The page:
Abstract: In order to improve the retrieval accuracy of content-based image retrieval systems, research focus has been shifted from designing sophisticated low-level feature extraction algorithms to reducing the 'semantic gap' between the visual features and the richness of human semantics. This paper attempts to provide a comprehensive survey of the recent technical achievements in high-level semantic-based image retrieval. Major recent publications are included in this survey covering different aspects of the research in this area, including low-level image feature extraction, similarity measurement, and deriving high-level semantic features. We identify five major categories of the state-of-the-art techniques in narrowing down the 'semantic gap': (1) using object ontology to define high-level concepts; (2) using machine learning methods to associate low-level features with query concepts; (3) using relevance feedback to learn users' intention; (4) generating semantic template to support high-level image retrieval; (5) fusing the evidences from HTML text and the visual content of images for WWW image retrieval. In addition, some other related issues such as image test bed and retrieval performance evaluation are also discussed. Finally, based on existing technology and the demand from real-world applications, a few promising future research directions are suggested.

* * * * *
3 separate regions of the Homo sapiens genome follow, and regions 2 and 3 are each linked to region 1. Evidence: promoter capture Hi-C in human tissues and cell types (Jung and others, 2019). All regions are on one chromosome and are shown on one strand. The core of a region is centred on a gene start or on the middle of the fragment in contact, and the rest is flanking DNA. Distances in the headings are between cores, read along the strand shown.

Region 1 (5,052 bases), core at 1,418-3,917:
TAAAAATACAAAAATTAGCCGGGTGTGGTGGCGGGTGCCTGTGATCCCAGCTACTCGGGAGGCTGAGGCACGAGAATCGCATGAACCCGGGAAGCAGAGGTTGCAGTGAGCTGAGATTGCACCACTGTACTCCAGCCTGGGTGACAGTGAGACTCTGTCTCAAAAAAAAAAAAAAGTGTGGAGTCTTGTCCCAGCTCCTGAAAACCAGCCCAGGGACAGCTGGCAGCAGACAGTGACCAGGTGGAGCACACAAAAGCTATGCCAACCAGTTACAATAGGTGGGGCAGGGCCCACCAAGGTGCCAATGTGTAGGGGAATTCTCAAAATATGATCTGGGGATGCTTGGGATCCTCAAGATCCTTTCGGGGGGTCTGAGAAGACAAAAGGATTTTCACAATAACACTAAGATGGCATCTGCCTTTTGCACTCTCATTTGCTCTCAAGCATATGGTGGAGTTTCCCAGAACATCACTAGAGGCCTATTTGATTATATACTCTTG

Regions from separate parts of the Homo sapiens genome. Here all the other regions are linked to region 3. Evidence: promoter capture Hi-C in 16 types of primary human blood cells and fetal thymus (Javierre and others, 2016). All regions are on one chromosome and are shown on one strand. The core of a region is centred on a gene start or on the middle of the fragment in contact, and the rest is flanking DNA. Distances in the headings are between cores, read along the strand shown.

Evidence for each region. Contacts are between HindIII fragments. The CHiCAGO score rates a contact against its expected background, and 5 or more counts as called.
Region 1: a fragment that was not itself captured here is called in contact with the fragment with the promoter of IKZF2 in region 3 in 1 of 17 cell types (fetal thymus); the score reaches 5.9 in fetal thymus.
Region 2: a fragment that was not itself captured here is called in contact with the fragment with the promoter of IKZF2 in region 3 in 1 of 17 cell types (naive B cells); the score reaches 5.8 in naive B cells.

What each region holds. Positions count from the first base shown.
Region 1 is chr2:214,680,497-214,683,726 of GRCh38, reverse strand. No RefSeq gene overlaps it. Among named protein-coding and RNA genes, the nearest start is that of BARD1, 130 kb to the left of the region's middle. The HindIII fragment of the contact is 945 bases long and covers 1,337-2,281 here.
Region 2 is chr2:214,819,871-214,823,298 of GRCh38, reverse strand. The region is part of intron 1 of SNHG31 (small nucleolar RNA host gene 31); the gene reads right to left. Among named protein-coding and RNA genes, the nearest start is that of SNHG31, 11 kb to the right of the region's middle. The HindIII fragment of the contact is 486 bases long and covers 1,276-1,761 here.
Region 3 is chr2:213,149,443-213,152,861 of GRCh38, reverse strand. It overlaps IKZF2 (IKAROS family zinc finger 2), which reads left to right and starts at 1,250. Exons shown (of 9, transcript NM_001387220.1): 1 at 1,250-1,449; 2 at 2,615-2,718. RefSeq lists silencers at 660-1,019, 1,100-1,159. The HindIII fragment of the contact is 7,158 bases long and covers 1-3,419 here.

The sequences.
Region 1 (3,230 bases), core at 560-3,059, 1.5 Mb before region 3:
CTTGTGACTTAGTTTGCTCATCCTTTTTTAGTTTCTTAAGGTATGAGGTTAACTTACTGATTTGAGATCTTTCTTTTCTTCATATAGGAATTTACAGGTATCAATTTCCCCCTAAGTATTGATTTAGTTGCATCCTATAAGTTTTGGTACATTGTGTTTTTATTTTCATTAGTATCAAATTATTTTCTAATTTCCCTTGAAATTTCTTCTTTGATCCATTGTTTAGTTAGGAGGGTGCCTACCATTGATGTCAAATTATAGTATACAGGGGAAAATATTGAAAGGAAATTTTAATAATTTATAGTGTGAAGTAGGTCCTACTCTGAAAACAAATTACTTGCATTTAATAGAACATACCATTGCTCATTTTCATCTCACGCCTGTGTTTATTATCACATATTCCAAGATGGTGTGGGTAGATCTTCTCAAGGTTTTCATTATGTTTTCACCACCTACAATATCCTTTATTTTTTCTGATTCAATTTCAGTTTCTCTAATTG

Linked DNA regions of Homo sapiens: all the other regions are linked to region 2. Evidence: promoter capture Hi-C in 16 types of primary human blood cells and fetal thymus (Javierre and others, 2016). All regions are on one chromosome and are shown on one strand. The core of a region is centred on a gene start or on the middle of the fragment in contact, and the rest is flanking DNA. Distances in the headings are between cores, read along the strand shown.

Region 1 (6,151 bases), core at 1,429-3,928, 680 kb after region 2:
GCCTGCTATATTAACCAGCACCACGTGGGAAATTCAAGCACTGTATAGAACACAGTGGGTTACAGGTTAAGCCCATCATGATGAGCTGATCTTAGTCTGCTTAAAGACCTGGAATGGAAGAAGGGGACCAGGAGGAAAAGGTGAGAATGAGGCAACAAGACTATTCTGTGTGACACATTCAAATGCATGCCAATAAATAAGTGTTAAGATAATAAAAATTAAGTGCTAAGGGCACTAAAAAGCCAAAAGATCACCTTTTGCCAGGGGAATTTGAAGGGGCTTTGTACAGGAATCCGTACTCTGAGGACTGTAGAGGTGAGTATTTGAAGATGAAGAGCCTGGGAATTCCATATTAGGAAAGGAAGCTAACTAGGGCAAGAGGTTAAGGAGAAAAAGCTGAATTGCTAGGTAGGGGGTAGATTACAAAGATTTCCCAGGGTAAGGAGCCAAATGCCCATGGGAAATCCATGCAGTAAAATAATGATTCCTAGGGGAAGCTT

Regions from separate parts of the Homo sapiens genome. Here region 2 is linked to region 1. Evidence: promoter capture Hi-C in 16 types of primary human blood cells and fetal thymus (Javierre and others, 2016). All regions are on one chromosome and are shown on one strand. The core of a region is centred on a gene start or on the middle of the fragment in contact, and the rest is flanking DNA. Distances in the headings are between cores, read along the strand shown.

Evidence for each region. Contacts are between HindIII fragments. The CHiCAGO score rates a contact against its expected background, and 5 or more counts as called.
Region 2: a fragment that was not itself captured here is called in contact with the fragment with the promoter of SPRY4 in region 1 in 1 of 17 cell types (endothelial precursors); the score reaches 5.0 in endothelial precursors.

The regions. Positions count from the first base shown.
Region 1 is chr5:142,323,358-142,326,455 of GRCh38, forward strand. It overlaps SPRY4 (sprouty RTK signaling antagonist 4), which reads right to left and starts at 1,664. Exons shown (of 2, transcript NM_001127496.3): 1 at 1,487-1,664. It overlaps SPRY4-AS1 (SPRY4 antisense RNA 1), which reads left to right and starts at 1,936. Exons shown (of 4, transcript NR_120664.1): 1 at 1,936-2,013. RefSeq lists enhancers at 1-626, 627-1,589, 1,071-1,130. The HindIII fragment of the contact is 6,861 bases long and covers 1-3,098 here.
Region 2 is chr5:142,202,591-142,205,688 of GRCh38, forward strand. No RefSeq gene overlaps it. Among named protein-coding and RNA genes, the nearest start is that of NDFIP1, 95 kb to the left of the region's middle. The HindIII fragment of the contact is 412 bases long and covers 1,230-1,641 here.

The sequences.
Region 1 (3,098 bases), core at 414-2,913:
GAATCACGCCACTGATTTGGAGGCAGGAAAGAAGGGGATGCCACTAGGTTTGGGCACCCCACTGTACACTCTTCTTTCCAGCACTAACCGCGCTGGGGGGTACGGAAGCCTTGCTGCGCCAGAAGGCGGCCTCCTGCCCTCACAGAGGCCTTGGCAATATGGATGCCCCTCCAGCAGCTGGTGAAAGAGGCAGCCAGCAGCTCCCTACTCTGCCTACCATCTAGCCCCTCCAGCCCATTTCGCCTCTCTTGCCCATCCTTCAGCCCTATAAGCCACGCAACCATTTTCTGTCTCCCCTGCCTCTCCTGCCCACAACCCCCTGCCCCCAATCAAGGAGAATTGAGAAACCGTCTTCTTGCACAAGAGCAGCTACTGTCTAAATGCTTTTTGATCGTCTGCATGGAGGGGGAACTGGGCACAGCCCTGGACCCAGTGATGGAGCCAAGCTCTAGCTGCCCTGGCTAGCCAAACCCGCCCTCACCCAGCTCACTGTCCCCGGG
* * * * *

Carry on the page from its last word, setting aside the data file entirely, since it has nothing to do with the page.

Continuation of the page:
••01 Oct 2001
TL;DR: This work proposes the use of a support vector machine active learning algorithm for conducting effective relevance feedback for image retrieval and achieves significantly higher search accuracy than traditional query refinement schemes after just three to four rounds of relevance feedback.